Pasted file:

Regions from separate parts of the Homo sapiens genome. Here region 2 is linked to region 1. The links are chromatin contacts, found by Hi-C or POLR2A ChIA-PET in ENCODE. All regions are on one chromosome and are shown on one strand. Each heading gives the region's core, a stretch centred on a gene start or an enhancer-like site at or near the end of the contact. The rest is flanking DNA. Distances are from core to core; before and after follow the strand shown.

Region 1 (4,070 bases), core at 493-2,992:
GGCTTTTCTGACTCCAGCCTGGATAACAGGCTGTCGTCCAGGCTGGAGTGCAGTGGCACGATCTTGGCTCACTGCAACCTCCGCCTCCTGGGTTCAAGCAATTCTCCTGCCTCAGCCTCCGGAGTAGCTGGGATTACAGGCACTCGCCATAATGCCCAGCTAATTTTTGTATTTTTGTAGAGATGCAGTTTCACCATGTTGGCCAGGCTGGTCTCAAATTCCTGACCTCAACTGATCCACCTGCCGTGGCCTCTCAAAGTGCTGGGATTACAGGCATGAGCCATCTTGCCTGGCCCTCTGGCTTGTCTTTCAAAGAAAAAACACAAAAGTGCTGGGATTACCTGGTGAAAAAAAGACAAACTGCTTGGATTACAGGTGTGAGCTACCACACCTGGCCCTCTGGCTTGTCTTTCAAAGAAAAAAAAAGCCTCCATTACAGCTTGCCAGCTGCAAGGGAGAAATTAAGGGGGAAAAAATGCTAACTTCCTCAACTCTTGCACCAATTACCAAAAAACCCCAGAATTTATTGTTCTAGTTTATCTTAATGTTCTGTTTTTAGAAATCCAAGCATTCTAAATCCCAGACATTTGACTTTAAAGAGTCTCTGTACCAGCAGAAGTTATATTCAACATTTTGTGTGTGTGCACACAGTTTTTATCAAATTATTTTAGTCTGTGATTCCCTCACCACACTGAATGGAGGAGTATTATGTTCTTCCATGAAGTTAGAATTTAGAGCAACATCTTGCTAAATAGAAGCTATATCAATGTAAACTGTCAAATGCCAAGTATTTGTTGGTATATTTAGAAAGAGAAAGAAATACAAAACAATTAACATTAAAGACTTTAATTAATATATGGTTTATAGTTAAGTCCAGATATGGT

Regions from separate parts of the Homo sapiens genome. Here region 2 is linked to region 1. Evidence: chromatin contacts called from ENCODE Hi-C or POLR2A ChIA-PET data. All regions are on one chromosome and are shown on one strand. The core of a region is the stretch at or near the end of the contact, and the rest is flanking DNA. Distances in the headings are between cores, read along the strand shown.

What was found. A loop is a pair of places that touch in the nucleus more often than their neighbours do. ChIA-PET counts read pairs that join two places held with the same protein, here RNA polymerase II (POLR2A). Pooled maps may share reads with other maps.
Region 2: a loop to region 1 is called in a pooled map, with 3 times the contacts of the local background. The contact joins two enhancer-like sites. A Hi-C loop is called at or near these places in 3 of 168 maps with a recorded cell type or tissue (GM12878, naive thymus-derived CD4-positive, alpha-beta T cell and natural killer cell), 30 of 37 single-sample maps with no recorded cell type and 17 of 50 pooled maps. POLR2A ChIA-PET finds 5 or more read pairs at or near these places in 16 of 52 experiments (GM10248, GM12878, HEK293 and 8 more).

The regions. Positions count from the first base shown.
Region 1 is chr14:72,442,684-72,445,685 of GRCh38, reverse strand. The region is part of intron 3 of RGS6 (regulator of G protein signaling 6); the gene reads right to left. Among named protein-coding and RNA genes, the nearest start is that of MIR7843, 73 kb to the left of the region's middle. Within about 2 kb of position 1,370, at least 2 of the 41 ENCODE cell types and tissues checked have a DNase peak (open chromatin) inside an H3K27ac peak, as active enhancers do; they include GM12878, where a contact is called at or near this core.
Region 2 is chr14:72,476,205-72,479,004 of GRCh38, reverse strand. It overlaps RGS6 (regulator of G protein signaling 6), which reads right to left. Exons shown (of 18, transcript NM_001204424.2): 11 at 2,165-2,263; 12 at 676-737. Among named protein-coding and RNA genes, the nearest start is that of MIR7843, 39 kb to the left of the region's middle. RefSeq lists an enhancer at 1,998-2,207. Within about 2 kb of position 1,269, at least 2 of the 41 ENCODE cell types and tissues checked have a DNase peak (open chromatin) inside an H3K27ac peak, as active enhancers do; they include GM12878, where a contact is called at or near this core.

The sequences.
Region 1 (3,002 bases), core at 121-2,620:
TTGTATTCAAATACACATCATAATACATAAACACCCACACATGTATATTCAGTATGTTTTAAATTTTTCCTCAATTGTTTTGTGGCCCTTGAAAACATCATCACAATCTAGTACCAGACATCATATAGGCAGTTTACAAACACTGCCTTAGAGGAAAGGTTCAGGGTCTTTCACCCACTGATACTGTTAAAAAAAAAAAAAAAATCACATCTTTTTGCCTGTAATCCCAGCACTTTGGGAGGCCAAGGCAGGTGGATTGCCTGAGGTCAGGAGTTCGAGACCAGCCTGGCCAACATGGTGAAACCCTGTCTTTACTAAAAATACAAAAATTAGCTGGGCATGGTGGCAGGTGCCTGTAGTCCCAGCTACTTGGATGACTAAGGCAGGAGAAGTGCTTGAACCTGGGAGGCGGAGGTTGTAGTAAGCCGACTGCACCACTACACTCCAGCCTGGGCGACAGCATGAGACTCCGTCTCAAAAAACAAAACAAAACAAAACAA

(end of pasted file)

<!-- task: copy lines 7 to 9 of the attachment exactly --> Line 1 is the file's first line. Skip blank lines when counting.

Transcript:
The regions. Positions count from the first base shown.
Region 1 is chr14:72,442,684-72,445,685 of GRCh38, reverse strand. The region is part of intron 3 of RGS6 (regulator of G protein signaling 6); the gene reads right to left. Among named protein-coding and RNA genes, the nearest start is that of MIR7843, 73 kb to the left of the region's middle. Within about 2 kb of position 1,370, at least 2 of the 41 ENCODE cell types and tissues checked have a DNase peak (open chromatin) inside an H3K27ac peak, as active enhancers do; they include GM12878, where a contact is called at or near this core.
Region 2 is chr14:72,476,205-72,479,004 of GRCh38, reverse strand. It overlaps RGS6 (regulator of G protein signaling 6), which reads right to left. Exons shown (of 18, transcript NM_001204424.2): 11 at 2,165-2,263; 12 at 676-737. Among named protein-coding and RNA genes, the nearest start is that of MIR7843, 39 kb to the left of the region's middle. RefSeq lists an enhancer at 1,998-2,207. Within about 2 kb of position 1,269, at least 2 of the 41 ENCODE cell types and tissues checked have a DNase peak (open chromatin) inside an H3K27ac peak, as active enhancers do; they include GM12878, where a contact is called at or near this core.